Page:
When Shawn Serdahl was 9, he built a birdhouse out of scrap wood with his uncle, who was a carpenter. The childhood project sparked a lifelong passion for creating with his hands, leading to a career as a professional craftsperson. It’s why—decades later—the teak birdhouse sits on the back porch of his home.
As a member-owner of A-1 Builders and Adaptations Design Studio, Serdahl and other A-1 craftspeople are passionate about showcasing their skills. Doing any job, whether it’s fine cabinetry or putting insulation into a wall, involves craft. And when a job is done right, the result is satisfaction for both craftsperson and customer.
“I still talk about projects I did 10 years ago,” Serdahl says. “There was a cabinet install—I remember it like it was yesterday, because it was so much fun. But that same job, I was in the attic for eight hours, sucking out insulation full of rat droppings. It was the same house, but I’d forgotten that part of it. I remember the stuff that was really fun.”
Making a Craftsperson
Serdahl, along with fellow A-1 Builders member-owner Justus Peterson and carpenter Chris Wigen, all have decades of experience as professional craftspeople. And they all say that passion and penchant for carpentry work is what defines their vocation.
“There’s the ‘finish’ carpenter, and then there’s the ‘finish as fast as you can’ carpenter,” says Peterson. “You want to be the ‘finish’ carpenter. You create with passion and care and attention to detail.”
“If we don’t care about doing our stuff right, you’ll notice,” he says. “We have to focus on little things to make the big picture perfect.”
A craftsperson is someone who imparts a sense of artistry in their work and can problem-solve efficiently and creatively. Serdahl calls his profession a “balance of head and heart.” The fact that all three of them commonly scrutinize buildings they’re not even working on, they add jokingly, makes it a kind of sickness.
“It’s exceptionally rewarding,” says Wigen, who made a career transition from sales work at age 33 and never looked back. “This is the only work I’ve ever done that doesn’t feel like work.”
Serdahl also says a true craftsperson—especially if in a project manager’s role—should have a broad understanding of the buildings they work on.
“A carpenter isn’t just someone who frames walls and builds with wood,” he says. “A really good craftsperson has a great understanding of drywall, insulation, tile, electrical, plumbing, especially when you do what we do in remodeling.”
The work of the craftsperson, of course, isn’t without risk. They are always putting their health and lives on the line, and from scaffolds to power tools, there are plenty of dangers. The job also takes its toll, from cut fingers to hernias and various pains. Peterson says he was once told a craftsperson’s most important tools are their boots and their bed.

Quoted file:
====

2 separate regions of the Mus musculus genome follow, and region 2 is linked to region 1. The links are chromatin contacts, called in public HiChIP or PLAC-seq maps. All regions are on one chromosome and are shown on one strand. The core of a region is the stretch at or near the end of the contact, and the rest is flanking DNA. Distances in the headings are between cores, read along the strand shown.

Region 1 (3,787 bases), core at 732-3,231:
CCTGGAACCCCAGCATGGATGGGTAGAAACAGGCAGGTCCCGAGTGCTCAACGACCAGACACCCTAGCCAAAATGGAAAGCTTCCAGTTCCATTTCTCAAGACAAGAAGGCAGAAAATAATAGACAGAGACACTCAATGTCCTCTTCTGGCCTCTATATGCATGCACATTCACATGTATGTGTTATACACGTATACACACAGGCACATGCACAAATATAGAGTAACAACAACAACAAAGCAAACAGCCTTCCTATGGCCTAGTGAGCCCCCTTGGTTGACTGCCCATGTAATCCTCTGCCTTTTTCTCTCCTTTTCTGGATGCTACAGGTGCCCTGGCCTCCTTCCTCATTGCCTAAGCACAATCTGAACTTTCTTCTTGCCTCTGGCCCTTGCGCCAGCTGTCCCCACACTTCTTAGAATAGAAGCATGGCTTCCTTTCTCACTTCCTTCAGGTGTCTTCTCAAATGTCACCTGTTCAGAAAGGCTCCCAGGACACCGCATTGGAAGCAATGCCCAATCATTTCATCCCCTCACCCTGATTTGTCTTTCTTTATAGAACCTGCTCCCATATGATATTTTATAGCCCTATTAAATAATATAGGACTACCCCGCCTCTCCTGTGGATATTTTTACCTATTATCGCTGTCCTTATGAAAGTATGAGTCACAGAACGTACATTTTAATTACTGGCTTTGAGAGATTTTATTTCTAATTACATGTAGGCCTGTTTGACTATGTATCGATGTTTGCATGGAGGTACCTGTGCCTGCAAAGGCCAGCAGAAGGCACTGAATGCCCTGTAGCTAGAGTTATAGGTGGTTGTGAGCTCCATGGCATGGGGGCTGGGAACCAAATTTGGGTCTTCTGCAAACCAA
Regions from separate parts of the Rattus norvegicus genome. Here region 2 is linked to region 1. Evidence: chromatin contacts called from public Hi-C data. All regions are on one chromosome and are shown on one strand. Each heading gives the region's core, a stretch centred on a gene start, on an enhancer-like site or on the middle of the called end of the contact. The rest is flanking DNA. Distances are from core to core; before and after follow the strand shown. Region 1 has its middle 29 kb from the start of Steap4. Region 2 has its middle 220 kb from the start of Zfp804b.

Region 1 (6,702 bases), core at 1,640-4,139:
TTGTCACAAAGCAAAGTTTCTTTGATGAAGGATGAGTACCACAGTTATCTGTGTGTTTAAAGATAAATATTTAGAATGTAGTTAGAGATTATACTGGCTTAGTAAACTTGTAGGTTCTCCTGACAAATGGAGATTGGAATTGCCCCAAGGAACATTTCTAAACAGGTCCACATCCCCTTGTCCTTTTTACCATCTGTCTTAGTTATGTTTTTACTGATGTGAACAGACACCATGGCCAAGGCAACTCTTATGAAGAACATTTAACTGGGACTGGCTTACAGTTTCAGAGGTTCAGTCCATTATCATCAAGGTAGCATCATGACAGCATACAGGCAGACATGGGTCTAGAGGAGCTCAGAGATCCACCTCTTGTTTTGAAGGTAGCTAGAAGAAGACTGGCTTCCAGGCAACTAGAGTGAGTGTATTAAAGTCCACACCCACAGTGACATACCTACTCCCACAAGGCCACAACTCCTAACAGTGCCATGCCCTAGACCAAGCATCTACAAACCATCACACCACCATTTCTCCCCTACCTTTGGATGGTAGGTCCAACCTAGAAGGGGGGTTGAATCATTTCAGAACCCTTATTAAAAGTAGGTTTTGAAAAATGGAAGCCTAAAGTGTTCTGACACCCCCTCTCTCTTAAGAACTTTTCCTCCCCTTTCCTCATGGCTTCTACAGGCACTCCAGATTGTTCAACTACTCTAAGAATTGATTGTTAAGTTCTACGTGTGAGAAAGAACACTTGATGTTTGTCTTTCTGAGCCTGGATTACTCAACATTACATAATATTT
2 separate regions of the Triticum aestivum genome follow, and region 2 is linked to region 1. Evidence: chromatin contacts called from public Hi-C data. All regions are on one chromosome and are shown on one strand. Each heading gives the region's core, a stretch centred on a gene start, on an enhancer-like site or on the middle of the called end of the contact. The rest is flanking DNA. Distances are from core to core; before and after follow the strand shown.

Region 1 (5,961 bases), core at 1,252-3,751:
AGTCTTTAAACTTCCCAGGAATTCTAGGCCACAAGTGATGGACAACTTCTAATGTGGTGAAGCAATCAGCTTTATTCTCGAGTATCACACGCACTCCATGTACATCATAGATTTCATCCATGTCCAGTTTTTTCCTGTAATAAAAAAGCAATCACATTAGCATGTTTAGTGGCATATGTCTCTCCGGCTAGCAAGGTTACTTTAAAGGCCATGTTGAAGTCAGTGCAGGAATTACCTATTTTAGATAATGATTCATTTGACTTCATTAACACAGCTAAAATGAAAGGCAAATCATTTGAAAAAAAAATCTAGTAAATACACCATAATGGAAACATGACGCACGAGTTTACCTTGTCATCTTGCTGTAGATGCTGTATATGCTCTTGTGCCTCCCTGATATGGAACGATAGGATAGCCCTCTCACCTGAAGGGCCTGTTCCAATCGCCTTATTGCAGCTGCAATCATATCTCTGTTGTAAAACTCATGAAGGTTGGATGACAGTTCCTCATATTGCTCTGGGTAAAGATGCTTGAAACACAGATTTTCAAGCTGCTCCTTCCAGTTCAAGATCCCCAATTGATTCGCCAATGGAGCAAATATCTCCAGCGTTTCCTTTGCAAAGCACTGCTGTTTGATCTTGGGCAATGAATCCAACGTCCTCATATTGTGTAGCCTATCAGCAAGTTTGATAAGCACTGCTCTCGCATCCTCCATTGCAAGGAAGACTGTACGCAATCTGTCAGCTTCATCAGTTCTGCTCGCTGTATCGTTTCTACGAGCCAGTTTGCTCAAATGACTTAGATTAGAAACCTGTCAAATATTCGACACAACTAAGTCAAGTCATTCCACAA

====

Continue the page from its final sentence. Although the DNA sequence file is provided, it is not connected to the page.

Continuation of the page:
“You’ve got to be able to be on your feet all day, and you need a good night’s sleep,” he says.
Creating highly intricate pieces of woodwork for a client’s home is a privilege the carpenters seize upon at every chance, especially since maximum affordability commonly outweighs a desire for ornate trim work these days.
“There’s not a lot of additional fluff that goes into the inside of buildings anymore,” Serdahl says. “In new construction, everything becomes so modern and simple.”
One place where the craft is still commonly valued, though, is in people’s kitchens. It is, the group agrees, the “heart of the home.” The best client reactions, they add, often come from seeing their new kitchens for the first time.
“It’s where a lot of love happens,” Wigen says. “And I think all the energy you pour into your work there doesn’t leave that space. I think it generates good karma.”
While cost-effective simplicity often dominates modern construction, remodeling old Victorian-style homes still offers craftspeople a chance to showcase their skills. Serdahl says that A-1 Builders once worked on a Victorian home that required 87 baseboard pieces in a single bathroom.
Fencing can also give carpenters the chance to take their time. Wigen was once hired to create beautiful bamboo and cedar fencing for a home. He told his apprentice to take it in stride, using Japanese pull saws to create the fence in the meditative, contemplative way it would have been made long ago.
Of course, not everyone has the time or money to see something built so thoughtfully. So craftspeople like Wigen often channel their creative energy into their own projects. Wigen has crafted wooden art pieces he gives away, as well as handmade longboards that he sells.
Serdahl, Wigen and Peterson are also passing along a passion for building to their offspring. Wigen’s son, Schuyler, apprenticed under his father and is now also an A-1 Builders employee. For the younger children of Peterson and Serdahl, simple building projects or help with home maintenance can stoke interest and accomplishment as they get older.
Whether the job is simple or complex, A-1 Builders carpenters give their all to make their clients’ homes better. All three say relationships they’ve developed with some clients have gone beyond just simply doing a good job; they realize they’ve played a role in a person’s life.
Peterson once worked on the home of a woman with stage 4 cancer. He realized she was entrusting him with preparing the house for her children so that when she died, their burden would be slightly eased.
“For me, that really put in perspective how important what we’re doing really is,” he says.
While the work the carpenters at A-1 Builders do is with their hands, Peterson says being a craftsperson is something everyone should aspire to, regardless of what they do.
“It doesn’t matter the industry that you’re in,” he says. “You want to have passion and care about what you’re doing. Whatever you do professionally deserves that.”